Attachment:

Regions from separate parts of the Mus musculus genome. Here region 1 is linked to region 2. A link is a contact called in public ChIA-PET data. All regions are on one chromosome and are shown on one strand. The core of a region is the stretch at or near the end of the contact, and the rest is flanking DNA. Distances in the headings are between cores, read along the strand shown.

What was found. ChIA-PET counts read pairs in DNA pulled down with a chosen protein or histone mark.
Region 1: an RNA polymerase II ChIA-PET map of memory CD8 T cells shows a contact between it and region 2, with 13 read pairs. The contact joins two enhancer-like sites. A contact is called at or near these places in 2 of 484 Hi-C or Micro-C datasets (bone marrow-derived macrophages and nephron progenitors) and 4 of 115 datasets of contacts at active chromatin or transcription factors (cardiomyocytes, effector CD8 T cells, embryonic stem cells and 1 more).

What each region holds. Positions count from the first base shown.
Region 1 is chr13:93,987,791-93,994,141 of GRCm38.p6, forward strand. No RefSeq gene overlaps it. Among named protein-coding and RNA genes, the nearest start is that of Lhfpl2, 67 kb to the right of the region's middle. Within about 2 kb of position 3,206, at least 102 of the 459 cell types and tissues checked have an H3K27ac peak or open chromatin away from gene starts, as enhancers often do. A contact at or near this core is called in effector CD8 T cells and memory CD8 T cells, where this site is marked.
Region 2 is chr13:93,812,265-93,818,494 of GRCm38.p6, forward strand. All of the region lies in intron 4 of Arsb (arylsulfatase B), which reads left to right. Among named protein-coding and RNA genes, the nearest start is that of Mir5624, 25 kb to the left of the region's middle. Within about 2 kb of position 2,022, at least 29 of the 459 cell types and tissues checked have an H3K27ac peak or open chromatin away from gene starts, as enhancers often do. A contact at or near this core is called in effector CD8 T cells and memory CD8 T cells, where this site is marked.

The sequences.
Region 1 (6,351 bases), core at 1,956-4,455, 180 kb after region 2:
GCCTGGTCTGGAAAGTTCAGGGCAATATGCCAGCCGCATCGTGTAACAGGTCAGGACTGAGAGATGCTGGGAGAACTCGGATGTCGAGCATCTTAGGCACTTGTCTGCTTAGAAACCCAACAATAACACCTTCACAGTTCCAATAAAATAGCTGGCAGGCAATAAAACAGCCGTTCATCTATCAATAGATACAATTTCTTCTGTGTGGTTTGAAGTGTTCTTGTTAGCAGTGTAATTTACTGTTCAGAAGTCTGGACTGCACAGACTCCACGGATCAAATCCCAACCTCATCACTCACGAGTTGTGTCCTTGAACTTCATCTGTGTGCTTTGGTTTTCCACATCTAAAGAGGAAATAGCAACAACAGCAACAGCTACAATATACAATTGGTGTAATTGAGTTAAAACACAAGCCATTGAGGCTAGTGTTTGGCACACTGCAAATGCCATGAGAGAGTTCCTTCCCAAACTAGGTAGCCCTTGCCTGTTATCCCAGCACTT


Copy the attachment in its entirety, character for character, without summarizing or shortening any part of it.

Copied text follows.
Regions from separate parts of the Mus musculus genome. Here region 1 is linked to region 2. A link is a contact called in public ChIA-PET data. All regions are on one chromosome and are shown on one strand. The core of a region is the stretch at or near the end of the contact, and the rest is flanking DNA. Distances in the headings are between cores, read along the strand shown.

What was found. ChIA-PET counts read pairs in DNA pulled down with a chosen protein or histone mark.
Region 1: an RNA polymerase II ChIA-PET map of memory CD8 T cells shows a contact between it and region 2, with 13 read pairs. The contact joins two enhancer-like sites. A contact is called at or near these places in 2 of 484 Hi-C or Micro-C datasets (bone marrow-derived macrophages and nephron progenitors) and 4 of 115 datasets of contacts at active chromatin or transcription factors (cardiomyocytes, effector CD8 T cells, embryonic stem cells and 1 more).

What each region holds. Positions count from the first base shown.
Region 1 is chr13:93,987,791-93,994,141 of GRCm38.p6, forward strand. No RefSeq gene overlaps it. Among named protein-coding and RNA genes, the nearest start is that of Lhfpl2, 67 kb to the right of the region's middle. Within about 2 kb of position 3,206, at least 102 of the 459 cell types and tissues checked have an H3K27ac peak or open chromatin away from gene starts, as enhancers often do. A contact at or near this core is called in effector CD8 T cells and memory CD8 T cells, where this site is marked.
Region 2 is chr13:93,812,265-93,818,494 of GRCm38.p6, forward strand. All of the region lies in intron 4 of Arsb (arylsulfatase B), which reads left to right. Among named protein-coding and RNA genes, the nearest start is that of Mir5624, 25 kb to the left of the region's middle. Within about 2 kb of position 2,022, at least 29 of the 459 cell types and tissues checked have an H3K27ac peak or open chromatin away from gene starts, as enhancers often do. A contact at or near this core is called in effector CD8 T cells and memory CD8 T cells, where this site is marked.

The sequences.
Region 1 (6,351 bases), core at 1,956-4,455, 180 kb after region 2:
GCCTGGTCTGGAAAGTTCAGGGCAATATGCCAGCCGCATCGTGTAACAGGTCAGGACTGAGAGATGCTGGGAGAACTCGGATGTCGAGCATCTTAGGCACTTGTCTGCTTAGAAACCCAACAATAACACCTTCACAGTTCCAATAAAATAGCTGGCAGGCAATAAAACAGCCGTTCATCTATCAATAGATACAATTTCTTCTGTGTGGTTTGAAGTGTTCTTGTTAGCAGTGTAATTTACTGTTCAGAAGTCTGGACTGCACAGACTCCACGGATCAAATCCCAACCTCATCACTCACGAGTTGTGTCCTTGAACTTCATCTGTGTGCTTTGGTTTTCCACATCTAAAGAGGAAATAGCAACAACAGCAACAGCTACAATATACAATTGGTGTAATTGAGTTAAAACACAAGCCATTGAGGCTAGTGTTTGGCACACTGCAAATGCCATGAGAGAGTTCCTTCCCAAACTAGGTAGCCCTTGCCTGTTATCCCAGCACTT